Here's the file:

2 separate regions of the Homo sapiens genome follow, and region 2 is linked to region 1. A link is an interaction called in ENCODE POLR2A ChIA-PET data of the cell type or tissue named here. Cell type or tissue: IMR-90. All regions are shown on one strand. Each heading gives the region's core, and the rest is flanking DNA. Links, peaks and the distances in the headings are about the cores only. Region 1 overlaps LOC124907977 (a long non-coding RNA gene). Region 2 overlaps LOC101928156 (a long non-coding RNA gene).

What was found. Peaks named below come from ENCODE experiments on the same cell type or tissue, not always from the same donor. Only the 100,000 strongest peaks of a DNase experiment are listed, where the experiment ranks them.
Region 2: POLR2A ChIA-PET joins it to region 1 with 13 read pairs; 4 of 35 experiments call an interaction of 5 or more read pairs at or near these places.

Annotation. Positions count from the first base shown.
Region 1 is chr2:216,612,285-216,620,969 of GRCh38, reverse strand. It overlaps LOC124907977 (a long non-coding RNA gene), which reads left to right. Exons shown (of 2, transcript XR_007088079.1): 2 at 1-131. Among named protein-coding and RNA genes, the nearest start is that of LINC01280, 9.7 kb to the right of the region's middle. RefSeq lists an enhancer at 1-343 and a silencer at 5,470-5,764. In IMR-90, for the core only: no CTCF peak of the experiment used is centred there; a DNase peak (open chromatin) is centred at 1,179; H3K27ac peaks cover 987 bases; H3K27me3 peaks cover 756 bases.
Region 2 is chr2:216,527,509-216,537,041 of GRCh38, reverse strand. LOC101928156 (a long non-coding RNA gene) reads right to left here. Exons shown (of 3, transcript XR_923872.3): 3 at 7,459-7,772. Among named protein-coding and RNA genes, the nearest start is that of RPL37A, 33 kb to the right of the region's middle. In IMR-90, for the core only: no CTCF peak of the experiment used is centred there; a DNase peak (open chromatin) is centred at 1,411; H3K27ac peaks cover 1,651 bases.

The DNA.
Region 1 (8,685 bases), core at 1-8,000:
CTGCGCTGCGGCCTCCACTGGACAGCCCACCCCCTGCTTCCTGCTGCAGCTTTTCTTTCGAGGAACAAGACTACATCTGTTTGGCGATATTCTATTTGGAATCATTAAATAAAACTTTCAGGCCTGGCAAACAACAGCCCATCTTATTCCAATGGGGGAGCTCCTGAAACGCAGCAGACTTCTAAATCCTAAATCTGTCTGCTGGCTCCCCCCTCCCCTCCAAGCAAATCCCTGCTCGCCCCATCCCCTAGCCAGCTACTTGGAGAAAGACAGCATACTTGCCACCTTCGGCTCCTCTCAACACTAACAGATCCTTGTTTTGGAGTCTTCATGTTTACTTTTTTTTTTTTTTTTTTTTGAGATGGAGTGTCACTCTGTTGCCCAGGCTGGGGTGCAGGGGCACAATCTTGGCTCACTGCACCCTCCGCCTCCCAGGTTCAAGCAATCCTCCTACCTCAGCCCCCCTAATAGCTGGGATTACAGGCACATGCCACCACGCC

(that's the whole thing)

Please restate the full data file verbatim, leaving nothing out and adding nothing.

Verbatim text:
2 separate regions of the Homo sapiens genome follow, and region 2 is linked to region 1. A link is an interaction called in ENCODE POLR2A ChIA-PET data of the cell type or tissue named here. Cell type or tissue: IMR-90. All regions are shown on one strand. Each heading gives the region's core, and the rest is flanking DNA. Links, peaks and the distances in the headings are about the cores only. Region 1 overlaps LOC124907977 (a long non-coding RNA gene). Region 2 overlaps LOC101928156 (a long non-coding RNA gene).

What was found. Peaks named below come from ENCODE experiments on the same cell type or tissue, not always from the same donor. Only the 100,000 strongest peaks of a DNase experiment are listed, where the experiment ranks them.
Region 2: POLR2A ChIA-PET joins it to region 1 with 13 read pairs; 4 of 35 experiments call an interaction of 5 or more read pairs at or near these places.

Annotation. Positions count from the first base shown.
Region 1 is chr2:216,612,285-216,620,969 of GRCh38, reverse strand. It overlaps LOC124907977 (a long non-coding RNA gene), which reads left to right. Exons shown (of 2, transcript XR_007088079.1): 2 at 1-131. Among named protein-coding and RNA genes, the nearest start is that of LINC01280, 9.7 kb to the right of the region's middle. RefSeq lists an enhancer at 1-343 and a silencer at 5,470-5,764. In IMR-90, for the core only: no CTCF peak of the experiment used is centred there; a DNase peak (open chromatin) is centred at 1,179; H3K27ac peaks cover 987 bases; H3K27me3 peaks cover 756 bases.
Region 2 is chr2:216,527,509-216,537,041 of GRCh38, reverse strand. LOC101928156 (a long non-coding RNA gene) reads right to left here. Exons shown (of 3, transcript XR_923872.3): 3 at 7,459-7,772. Among named protein-coding and RNA genes, the nearest start is that of RPL37A, 33 kb to the right of the region's middle. In IMR-90, for the core only: no CTCF peak of the experiment used is centred there; a DNase peak (open chromatin) is centred at 1,411; H3K27ac peaks cover 1,651 bases.

The DNA.
Region 1 (8,685 bases), core at 1-8,000:
CTGCGCTGCGGCCTCCACTGGACAGCCCACCCCCTGCTTCCTGCTGCAGCTTTTCTTTCGAGGAACAAGACTACATCTGTTTGGCGATATTCTATTTGGAATCATTAAATAAAACTTTCAGGCCTGGCAAACAACAGCCCATCTTATTCCAATGGGGGAGCTCCTGAAACGCAGCAGACTTCTAAATCCTAAATCTGTCTGCTGGCTCCCCCCTCCCCTCCAAGCAAATCCCTGCTCGCCCCATCCCCTAGCCAGCTACTTGGAGAAAGACAGCATACTTGCCACCTTCGGCTCCTCTCAACACTAACAGATCCTTGTTTTGGAGTCTTCATGTTTACTTTTTTTTTTTTTTTTTTTTGAGATGGAGTGTCACTCTGTTGCCCAGGCTGGGGTGCAGGGGCACAATCTTGGCTCACTGCACCCTCCGCCTCCCAGGTTCAAGCAATCCTCCTACCTCAGCCCCCCTAATAGCTGGGATTACAGGCACATGCCACCACGCC